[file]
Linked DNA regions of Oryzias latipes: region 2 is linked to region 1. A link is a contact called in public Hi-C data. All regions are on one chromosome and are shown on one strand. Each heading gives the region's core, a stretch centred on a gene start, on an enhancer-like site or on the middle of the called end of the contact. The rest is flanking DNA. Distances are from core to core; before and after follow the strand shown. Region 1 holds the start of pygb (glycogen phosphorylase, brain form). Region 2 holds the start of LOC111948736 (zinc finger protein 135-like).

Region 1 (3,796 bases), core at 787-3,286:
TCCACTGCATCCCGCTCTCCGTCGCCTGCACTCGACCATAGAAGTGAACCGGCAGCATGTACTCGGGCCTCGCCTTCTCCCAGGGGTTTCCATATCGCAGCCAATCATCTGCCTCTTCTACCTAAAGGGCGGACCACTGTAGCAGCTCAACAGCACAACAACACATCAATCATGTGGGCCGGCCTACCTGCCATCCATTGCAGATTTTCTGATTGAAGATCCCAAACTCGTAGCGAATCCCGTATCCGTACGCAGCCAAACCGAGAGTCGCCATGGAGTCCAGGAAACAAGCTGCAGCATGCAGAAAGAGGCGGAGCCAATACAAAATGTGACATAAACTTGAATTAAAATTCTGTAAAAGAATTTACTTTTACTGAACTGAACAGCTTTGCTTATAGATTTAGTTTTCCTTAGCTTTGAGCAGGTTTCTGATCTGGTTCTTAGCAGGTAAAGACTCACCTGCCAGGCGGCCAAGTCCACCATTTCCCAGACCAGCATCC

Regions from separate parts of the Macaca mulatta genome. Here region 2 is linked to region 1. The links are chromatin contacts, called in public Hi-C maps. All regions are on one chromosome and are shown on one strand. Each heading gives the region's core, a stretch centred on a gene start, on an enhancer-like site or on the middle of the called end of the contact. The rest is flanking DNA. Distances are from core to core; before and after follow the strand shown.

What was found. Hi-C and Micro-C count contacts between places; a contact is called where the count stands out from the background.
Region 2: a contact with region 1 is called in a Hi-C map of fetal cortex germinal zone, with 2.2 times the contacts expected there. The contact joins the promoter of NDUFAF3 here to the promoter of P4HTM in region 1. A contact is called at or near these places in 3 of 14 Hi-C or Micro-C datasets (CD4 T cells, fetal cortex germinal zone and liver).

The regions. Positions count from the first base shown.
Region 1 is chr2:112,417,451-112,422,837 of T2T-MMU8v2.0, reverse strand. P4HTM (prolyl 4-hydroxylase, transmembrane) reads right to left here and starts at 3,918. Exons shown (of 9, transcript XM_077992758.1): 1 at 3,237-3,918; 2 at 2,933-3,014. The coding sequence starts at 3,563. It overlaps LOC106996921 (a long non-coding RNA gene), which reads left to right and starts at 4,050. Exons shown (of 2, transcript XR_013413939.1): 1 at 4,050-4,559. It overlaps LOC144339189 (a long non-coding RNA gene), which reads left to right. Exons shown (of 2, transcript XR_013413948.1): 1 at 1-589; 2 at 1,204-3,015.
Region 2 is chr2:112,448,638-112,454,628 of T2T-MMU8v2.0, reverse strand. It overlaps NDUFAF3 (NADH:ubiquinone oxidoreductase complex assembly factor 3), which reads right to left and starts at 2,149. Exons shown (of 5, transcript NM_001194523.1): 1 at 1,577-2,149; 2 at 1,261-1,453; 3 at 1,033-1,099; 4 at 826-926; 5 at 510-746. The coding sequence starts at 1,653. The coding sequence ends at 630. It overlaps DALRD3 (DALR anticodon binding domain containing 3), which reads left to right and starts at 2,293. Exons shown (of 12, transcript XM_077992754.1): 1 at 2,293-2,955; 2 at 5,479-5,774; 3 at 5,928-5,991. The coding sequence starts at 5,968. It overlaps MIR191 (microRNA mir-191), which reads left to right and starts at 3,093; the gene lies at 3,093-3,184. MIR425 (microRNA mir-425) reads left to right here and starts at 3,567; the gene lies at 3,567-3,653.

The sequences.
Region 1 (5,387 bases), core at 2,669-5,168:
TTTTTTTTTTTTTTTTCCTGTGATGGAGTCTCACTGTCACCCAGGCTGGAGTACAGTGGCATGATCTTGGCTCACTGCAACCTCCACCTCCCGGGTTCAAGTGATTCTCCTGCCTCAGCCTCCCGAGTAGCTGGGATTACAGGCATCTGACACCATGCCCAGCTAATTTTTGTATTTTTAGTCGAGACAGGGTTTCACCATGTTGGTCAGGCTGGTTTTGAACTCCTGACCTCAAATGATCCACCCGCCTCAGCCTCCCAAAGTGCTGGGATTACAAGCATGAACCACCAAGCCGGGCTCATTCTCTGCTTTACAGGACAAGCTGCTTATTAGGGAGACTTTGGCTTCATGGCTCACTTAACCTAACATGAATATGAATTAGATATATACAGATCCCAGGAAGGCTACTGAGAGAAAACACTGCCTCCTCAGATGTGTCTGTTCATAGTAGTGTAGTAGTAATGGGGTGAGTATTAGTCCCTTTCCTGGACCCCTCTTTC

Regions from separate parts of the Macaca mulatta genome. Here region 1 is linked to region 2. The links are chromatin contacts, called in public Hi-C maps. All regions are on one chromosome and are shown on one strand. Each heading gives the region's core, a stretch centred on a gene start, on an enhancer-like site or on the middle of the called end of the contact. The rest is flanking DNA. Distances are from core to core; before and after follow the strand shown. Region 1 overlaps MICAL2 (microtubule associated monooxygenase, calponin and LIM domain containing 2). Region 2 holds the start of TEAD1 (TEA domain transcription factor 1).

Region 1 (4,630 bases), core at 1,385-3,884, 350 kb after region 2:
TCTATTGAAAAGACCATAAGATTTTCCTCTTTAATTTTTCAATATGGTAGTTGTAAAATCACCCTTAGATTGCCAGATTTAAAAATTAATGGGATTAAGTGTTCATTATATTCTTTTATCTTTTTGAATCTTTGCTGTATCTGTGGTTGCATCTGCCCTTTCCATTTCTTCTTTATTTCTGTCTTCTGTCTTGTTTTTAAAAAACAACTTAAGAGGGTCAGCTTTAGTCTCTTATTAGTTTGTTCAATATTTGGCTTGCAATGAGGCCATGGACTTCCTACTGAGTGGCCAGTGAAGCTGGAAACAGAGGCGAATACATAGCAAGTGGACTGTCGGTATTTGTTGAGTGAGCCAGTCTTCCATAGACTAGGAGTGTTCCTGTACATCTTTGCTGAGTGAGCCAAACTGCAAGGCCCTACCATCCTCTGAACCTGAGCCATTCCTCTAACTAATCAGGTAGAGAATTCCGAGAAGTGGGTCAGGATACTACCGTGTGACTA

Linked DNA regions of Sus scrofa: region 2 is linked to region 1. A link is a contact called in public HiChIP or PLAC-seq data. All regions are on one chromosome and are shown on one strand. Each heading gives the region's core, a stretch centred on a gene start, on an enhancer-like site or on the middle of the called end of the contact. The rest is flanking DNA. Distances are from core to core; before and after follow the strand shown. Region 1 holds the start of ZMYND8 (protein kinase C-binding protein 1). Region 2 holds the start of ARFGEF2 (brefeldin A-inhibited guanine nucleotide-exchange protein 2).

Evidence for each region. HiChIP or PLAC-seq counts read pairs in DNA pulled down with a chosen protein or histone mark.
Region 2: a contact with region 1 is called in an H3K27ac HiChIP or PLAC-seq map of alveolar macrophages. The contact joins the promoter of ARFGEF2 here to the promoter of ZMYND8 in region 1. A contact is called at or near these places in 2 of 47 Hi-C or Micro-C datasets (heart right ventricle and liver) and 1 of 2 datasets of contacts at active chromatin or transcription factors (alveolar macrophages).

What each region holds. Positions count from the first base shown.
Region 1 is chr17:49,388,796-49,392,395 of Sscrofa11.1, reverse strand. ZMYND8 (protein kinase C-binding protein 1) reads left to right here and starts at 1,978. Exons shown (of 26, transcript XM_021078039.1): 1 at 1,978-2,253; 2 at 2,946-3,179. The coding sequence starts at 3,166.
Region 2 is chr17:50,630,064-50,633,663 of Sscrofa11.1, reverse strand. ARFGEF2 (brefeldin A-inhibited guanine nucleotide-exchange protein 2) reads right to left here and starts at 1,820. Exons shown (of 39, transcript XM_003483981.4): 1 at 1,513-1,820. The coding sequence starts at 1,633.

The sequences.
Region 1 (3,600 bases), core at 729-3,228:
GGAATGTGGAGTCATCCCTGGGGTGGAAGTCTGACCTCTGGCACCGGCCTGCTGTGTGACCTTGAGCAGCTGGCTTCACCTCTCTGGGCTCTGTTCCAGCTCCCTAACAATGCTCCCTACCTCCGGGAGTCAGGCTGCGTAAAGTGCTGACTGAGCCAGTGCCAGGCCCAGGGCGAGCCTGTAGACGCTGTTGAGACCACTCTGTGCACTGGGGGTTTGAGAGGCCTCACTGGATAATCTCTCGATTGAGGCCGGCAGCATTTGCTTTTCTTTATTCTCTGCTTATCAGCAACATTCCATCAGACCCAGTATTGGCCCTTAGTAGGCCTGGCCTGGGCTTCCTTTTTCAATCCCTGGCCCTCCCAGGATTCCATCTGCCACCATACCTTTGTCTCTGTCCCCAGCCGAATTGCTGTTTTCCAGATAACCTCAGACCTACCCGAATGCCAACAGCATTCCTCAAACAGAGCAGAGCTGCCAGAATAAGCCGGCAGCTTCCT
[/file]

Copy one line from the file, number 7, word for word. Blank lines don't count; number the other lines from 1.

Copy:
The regions. Positions count from the first base shown.